Thursday October 23, 2014

Dan and I awoke yesterday in two different beds in two different cities, each having a version of the same dream.  Shannon playing hockey.  Dan could see her smiling through her facemask as he skated over to her on the bench.  She was in her happy place.

My dream was a memory of the last game Shannon played.  The Rebels were playing at Waseca just days before we were leaving for Memphis to head to St. Jude.  Shannon scored her only goal of that season spent playing with a brain tumor.  Late in the game, fatigued and probably feeling the effects on her balance, Shannon got run over by the biggest girl on the ice.  She got up smiling and after the game, her revisionist history turned the story into how she took the other girl down...

It's no surprise that these memories of Shannon are with us this week.  On Monday, Dan and I returned to Graham Arena for our first visit of the season.  The HS Girls Hockey season is beginning, and we are making the rounds, talking to each team about the foundation and handing out scholarship applications to this year's senior class.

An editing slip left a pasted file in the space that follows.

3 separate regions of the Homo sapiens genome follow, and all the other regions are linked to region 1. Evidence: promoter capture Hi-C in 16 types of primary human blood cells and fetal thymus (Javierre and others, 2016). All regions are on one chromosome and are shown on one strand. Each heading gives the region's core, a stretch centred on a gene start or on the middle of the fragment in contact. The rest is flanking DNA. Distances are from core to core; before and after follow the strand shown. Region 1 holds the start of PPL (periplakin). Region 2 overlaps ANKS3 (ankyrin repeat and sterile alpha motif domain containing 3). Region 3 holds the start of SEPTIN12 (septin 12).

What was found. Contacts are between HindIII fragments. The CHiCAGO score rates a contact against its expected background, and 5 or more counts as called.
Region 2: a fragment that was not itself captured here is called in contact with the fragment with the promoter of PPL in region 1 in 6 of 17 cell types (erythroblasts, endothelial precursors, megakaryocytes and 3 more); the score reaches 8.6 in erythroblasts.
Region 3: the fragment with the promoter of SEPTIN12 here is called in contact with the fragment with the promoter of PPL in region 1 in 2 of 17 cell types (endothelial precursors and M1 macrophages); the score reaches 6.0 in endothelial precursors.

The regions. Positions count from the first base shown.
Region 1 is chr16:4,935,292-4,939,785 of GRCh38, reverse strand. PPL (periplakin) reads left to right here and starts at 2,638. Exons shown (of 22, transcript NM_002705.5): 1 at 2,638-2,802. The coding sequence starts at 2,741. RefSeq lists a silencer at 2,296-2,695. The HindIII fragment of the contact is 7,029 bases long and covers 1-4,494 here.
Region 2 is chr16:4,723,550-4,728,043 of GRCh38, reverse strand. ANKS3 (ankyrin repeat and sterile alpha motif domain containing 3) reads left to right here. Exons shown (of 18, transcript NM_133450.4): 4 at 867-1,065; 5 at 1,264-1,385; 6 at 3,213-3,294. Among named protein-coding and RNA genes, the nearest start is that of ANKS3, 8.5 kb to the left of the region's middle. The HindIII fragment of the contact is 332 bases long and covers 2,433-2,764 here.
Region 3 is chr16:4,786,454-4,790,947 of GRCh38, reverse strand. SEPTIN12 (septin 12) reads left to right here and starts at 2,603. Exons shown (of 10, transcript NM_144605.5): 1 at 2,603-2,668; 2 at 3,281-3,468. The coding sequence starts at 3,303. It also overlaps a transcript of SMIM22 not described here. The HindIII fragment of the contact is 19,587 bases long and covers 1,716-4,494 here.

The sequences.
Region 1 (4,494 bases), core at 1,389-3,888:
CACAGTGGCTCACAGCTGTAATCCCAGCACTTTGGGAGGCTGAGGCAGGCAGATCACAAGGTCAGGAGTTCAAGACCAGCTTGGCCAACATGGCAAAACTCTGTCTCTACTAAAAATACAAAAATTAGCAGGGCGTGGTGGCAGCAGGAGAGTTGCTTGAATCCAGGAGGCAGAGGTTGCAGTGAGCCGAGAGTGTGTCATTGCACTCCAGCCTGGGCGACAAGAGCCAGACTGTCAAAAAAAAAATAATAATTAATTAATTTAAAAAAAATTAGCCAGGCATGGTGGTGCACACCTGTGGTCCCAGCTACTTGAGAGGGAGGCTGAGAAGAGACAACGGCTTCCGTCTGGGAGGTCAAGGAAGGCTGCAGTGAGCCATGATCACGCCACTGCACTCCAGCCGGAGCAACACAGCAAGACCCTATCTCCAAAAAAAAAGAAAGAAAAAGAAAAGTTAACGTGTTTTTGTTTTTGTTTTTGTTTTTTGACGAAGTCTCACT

We stopped to take a look at Shannon's display case.  Her jersey, her favorite stocking cap, those very skates she was wearing that night in Waseca.  We looked at the team picture of those Rebels, and then saw many of them sitting before us, now ready to play high school hockey.  Damn, they are growing up.  Over the next four years, every kid that played with Shannon will work their way through the high school programs.

So, we've talked to two girl's teams this week and will do a third next week as well.  After that, it will be the HS Boys turn.  It is important to have their support as we continue to work towards funding the scholarships in perpetuity.  We've got our first fundraising event set (Dec. 13th) and new Shannon gear is on the way.  (We're excited about the new hoodies that Erin helped design!)

So, we continue the work.  Hockey season is ahead.  It's good and hard and meaningful and painful.  Tears come to the surface with the pain of what Shannon never got the chance to do.  It's easy to feel the empty space where she should be when we are at the rink.  

Standing before these teams, our message is simple: we wish them luck and reminded them to enjoy every minute of it.  Work hard, be a good teammate, be a good friend.  In Shannon's world, they are living the dream.